For this challenge an obstacle field will be marked by four white buoys (listed in Table 3) around an area approximately 40m x 40m. The AMS must transit across the field without striking an obstacle.
The AMS must locate and completely circle distinct objects, representing traditional Hawaiian Tiki totems. To successfully circle the totem, the AMS must transit around the totem until it has crossed its approach path, transiting at least 360 degrees.
4-Scan the Code
The AMS is required to observe a light sequence displayed by an RGB buoy and report the color pattern.
5-Identification and docking
The AMS must demonstrate the ability to successfully dock in bays identified by a symbol. The symbols may be red, green, or blue in color and may be in the shape of a circle, triangle, or cruciform on a white background.
6-Detect and Deliver
The AMS must propel or insert objects through the target holes mounted on a floating platform. A symbol is designated on the day of the competition requiring image recognition: red, green, or blue shapes that could be a circle, triangle, or cruciform on a white background.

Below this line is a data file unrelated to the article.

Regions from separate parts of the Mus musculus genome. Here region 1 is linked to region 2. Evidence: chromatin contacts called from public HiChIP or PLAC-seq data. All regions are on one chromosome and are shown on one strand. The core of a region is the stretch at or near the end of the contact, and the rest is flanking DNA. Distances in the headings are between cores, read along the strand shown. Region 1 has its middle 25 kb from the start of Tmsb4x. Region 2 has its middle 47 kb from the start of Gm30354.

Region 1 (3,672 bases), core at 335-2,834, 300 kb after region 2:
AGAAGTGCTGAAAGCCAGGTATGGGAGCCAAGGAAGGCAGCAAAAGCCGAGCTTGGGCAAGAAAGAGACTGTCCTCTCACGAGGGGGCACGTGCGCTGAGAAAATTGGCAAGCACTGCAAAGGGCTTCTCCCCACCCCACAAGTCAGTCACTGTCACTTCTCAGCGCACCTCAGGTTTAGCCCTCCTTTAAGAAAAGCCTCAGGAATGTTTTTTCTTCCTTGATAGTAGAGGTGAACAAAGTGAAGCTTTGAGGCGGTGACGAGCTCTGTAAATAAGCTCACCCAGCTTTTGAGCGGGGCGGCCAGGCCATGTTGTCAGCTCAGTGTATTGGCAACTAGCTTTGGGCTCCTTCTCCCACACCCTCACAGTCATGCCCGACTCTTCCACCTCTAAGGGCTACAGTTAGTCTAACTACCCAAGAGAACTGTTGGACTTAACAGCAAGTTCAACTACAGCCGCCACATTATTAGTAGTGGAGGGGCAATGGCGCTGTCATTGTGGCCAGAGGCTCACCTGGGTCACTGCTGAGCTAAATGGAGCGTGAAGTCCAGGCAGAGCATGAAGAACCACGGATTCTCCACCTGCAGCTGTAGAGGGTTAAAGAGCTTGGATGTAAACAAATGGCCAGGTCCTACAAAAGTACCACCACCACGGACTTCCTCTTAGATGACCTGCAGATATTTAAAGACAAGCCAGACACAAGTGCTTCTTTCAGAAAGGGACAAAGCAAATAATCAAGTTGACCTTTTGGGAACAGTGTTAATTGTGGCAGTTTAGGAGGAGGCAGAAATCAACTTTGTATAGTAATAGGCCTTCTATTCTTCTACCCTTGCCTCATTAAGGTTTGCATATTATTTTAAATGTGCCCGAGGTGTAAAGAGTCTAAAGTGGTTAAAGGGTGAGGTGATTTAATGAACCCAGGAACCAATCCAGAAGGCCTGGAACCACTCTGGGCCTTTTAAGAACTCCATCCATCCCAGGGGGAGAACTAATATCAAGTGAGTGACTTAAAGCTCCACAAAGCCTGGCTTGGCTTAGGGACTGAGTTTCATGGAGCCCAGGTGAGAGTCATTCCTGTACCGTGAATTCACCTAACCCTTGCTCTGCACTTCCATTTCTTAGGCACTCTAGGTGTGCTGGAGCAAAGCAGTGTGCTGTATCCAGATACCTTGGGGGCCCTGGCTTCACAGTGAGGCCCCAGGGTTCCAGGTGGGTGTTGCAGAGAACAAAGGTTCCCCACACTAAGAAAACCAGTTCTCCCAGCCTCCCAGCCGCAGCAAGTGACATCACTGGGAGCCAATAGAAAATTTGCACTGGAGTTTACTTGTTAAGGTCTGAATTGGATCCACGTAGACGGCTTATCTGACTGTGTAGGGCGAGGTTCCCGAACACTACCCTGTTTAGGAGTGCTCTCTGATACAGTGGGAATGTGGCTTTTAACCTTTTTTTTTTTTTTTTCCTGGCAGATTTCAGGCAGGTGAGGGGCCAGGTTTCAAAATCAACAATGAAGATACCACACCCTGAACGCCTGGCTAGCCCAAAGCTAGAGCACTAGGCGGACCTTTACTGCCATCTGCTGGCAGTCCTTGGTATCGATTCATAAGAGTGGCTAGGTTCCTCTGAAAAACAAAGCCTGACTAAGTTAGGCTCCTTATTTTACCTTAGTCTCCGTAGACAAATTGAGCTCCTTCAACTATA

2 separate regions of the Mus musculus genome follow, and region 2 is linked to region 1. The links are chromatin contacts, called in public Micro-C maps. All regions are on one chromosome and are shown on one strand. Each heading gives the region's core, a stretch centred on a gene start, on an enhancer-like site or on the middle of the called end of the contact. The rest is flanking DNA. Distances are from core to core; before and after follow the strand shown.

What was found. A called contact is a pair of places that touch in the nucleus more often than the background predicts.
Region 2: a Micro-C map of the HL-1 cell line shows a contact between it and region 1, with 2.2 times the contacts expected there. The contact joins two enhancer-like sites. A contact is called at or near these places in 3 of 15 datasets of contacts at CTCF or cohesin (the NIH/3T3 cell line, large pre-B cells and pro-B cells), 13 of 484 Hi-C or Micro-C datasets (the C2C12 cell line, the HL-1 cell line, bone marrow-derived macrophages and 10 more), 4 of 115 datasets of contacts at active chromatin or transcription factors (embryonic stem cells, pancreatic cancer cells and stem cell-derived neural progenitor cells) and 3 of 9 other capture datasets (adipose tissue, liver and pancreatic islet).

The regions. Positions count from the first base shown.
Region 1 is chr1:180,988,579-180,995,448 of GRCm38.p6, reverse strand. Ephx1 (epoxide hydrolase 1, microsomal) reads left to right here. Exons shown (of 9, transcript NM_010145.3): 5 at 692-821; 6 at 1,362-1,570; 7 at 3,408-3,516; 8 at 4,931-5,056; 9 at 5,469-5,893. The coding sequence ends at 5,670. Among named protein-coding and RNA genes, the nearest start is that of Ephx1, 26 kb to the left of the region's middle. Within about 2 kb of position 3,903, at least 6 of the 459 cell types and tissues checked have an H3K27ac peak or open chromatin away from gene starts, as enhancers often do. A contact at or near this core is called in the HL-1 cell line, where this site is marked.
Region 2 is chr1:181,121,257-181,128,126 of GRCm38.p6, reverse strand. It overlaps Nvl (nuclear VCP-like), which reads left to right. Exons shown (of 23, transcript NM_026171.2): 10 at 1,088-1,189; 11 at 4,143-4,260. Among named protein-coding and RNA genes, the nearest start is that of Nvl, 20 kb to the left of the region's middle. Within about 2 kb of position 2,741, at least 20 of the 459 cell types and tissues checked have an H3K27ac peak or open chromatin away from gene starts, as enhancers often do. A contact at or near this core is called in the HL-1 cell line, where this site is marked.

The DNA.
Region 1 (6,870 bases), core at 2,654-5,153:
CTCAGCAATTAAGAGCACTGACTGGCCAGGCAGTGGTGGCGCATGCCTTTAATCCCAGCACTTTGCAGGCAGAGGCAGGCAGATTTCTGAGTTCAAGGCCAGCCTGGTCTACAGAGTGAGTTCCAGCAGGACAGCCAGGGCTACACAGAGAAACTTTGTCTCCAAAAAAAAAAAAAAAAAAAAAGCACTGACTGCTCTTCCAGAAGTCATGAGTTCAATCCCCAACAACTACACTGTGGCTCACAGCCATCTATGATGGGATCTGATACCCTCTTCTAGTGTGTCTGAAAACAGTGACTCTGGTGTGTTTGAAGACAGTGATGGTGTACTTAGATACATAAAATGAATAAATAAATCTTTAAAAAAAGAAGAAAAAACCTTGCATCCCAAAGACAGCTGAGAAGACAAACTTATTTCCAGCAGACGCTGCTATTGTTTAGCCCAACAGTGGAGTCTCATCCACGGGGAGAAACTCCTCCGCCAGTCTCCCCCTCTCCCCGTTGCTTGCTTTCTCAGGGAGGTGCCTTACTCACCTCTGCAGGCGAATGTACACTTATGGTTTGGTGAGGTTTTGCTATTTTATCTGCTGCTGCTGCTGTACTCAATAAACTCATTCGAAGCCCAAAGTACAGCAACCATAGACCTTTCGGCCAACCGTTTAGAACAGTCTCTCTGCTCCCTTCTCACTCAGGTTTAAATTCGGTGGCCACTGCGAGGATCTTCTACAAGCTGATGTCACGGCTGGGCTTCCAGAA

The AMS must recover rings suspended underwater in the competition field. The rings were attached at varying depths to a PVC structure suspended underneath a marker buoy on the water’s surface.
Enthusiastic competitors: Team Minion
Fifteen elite engineering student-led university teams from around the Pacific Rim took part in the competition. One team hailed from Daytona Beach, Florida: Embry-Riddle Aeronautical University.
The ERAU team working on the Maritime RobotX Challenge is composed of graduate and undergraduate students from Aerospace Engineering, Mechanical Engineering, and Software Engineering and is advised by Dr. Charles Reinholtz, Chair of the Mechanical Engineering Department at ERAU.
The team leveraged its experience as the only university group in the world to participate in all of the major unmanned system collegiate competitions including repeated top 5 finishes, and 1st place at Roboboat in 2014 and 2015, and was returning as one of the top competitors in RobotX.
The Minion Research Platform
Bob Melvin, Vice President of Engineering for Teledyne Marine Vehicles, was impressed with their solution:
“Their design is a well-built system with modular payloads that can perform many jobs. They used our four hydrophones to sense underwater acoustics over a broad spectrum to find targets and calculate direction. Hands-on experience with the technologies is enormously valuable – we see them used for anything from marine mammal monitoring to black box pinger location – stories you see regularly in the news. Teledyne Marine was proud to assist Team Minion with the building blocks of an acoustic hydrophone array for their WAM-V platform.”